The MHA200 is a Class A push-pull, twin triode design, with a valve set comprised of two 12AT7s to amplify the incoming audio signal, before a pair of 12BH7As then take over by providing the muscle to drive its headphone outputs, with the latter chosen for their low distortion characteristics. The output transformers (one for each channel) are configured using McIntosh’s ‘unity coupled circuit approach’, which is based on the same technology McIntosh has been using since 1949. As denoted by their top panel legends, these transformers can be set to one of four impedance ranges at 32-100, 100-250, 250-600 and 600-1,000 ohms via a front panel rotary knob. The third transformer is a toroidal type, providing the power.

McIntosh MHA200 headphone amplifier viewed from above

Denoting its pro audio roots, the legends on top of each transformer reveal what’s going on inside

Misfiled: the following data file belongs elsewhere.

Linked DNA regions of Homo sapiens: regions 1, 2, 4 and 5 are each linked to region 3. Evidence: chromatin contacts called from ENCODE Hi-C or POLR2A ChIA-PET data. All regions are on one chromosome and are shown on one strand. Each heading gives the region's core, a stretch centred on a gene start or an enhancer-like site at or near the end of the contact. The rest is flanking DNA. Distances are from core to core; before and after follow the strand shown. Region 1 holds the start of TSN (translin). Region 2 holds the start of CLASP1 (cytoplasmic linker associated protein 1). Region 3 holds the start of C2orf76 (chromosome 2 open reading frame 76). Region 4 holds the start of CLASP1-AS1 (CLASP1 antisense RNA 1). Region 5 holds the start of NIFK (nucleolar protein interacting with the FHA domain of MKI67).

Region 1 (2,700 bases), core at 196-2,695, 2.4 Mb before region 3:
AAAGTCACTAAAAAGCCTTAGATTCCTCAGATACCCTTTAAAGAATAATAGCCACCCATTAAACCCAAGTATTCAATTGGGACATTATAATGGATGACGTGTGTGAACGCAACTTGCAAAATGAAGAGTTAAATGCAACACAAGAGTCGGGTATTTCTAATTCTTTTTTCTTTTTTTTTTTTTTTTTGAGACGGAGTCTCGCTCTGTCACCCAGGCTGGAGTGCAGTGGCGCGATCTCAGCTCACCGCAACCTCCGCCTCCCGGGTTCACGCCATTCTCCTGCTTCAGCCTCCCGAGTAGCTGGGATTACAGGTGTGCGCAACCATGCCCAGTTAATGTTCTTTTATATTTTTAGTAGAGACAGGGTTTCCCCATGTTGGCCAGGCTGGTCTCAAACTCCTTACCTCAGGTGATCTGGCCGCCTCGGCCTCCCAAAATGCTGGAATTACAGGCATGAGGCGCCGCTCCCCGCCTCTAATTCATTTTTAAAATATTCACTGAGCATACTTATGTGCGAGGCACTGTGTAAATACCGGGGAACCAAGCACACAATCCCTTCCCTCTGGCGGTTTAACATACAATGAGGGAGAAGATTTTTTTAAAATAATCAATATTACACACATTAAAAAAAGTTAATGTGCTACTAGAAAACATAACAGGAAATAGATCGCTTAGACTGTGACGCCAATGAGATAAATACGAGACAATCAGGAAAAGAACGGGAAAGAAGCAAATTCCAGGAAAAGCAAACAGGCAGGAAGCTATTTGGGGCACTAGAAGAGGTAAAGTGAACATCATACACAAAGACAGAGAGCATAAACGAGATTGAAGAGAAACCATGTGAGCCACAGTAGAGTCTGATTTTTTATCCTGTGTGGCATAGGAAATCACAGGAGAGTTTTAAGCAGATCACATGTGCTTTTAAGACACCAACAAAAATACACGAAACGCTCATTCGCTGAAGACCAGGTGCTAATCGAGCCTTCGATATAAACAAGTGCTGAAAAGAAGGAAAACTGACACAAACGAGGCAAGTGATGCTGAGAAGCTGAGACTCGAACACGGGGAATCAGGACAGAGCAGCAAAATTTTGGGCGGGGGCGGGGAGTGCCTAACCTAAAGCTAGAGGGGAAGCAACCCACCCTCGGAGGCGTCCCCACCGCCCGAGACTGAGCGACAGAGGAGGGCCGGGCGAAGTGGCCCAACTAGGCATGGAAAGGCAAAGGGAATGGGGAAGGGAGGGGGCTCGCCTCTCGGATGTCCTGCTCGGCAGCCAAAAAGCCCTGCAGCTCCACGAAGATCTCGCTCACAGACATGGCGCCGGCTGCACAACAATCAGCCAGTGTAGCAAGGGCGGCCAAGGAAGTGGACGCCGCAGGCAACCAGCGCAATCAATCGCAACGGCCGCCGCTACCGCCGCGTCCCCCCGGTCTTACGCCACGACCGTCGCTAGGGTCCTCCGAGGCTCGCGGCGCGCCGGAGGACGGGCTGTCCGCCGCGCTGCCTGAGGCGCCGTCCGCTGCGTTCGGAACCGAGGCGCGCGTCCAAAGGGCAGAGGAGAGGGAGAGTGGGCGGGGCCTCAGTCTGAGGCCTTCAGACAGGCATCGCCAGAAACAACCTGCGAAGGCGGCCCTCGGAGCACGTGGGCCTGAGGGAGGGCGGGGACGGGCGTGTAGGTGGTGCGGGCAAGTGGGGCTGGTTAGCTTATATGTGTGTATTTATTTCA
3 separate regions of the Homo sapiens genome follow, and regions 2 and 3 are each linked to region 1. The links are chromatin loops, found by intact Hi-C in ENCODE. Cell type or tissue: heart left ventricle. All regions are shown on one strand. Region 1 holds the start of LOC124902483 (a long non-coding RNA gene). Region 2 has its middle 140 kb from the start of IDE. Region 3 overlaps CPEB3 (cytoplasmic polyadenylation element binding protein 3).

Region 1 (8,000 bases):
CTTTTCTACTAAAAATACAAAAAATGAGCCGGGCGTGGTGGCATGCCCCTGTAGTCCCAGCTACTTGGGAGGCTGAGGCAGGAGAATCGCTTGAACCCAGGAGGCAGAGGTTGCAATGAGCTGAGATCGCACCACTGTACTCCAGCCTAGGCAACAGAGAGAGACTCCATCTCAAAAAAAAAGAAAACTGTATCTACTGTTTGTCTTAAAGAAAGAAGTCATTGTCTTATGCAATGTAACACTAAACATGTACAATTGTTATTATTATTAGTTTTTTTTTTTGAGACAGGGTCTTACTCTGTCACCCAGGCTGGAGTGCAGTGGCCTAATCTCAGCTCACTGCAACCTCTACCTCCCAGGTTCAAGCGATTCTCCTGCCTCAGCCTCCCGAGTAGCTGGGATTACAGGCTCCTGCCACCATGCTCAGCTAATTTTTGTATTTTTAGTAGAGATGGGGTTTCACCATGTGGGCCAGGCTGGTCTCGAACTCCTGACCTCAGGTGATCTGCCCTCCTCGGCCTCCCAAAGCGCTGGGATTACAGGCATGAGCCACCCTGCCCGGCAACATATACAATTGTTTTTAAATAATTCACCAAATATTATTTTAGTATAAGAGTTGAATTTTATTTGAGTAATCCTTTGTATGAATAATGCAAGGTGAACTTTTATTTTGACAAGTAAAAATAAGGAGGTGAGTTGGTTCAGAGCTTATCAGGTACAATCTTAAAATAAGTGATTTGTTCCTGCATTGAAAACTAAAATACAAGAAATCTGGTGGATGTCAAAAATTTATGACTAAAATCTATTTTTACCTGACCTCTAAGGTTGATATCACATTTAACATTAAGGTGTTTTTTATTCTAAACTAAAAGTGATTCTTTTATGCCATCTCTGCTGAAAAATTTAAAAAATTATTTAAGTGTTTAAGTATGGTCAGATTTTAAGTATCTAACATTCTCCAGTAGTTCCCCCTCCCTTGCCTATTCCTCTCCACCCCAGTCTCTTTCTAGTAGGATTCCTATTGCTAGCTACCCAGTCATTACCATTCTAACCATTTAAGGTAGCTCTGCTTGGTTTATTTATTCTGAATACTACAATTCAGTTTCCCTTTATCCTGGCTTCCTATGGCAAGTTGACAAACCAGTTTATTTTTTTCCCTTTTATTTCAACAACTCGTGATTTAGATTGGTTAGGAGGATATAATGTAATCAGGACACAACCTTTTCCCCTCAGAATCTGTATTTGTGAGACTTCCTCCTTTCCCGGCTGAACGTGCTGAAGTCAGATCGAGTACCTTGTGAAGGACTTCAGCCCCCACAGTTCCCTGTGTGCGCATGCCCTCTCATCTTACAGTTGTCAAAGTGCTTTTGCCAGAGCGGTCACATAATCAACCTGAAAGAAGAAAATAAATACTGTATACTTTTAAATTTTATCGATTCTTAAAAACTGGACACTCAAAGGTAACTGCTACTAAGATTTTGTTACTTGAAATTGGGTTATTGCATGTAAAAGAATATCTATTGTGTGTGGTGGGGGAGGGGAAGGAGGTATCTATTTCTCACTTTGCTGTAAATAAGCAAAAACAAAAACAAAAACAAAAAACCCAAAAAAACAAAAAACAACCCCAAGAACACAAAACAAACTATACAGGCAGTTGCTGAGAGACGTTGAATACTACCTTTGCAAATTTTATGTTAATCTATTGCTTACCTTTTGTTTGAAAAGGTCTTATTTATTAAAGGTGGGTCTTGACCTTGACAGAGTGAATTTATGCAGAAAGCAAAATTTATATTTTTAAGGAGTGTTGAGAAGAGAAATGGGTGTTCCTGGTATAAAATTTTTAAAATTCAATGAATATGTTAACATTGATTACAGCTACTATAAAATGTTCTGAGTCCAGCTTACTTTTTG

As you’d expect at this price point, connections on offer cater for both single ended and balanced inputs and outputs, to ensure your partnering kit isn’t held back. Front panel sockets include a standard 6.35mm stereo jack, a four-pin balanced XLR connection and separate three-pin balanced XLR sockets for dedicated left and right channels. And while the rear panel offers both balanced (XLR) and single-ended (RCA) inputs, given there’s no input selector, you should only connect one type at once.

McIntosh MHA200 headphone amplifier rear connections

Top quality connections include balanced and single ended sockets, with trigger connections to incorporate the MHA200 into a bigger McIntosh system


Powering up the amp brings the valves to life, denoted by a dozen flashes until they reach operating temperature and their green glow turns static. While it may seem at odds to partner a premium headphone amp with more budget orientated cans, at Audiograde we believe that premium hifi should be flexible enough to partner products at a range of realistic price points, to allow upgrade paths as our systems evolve.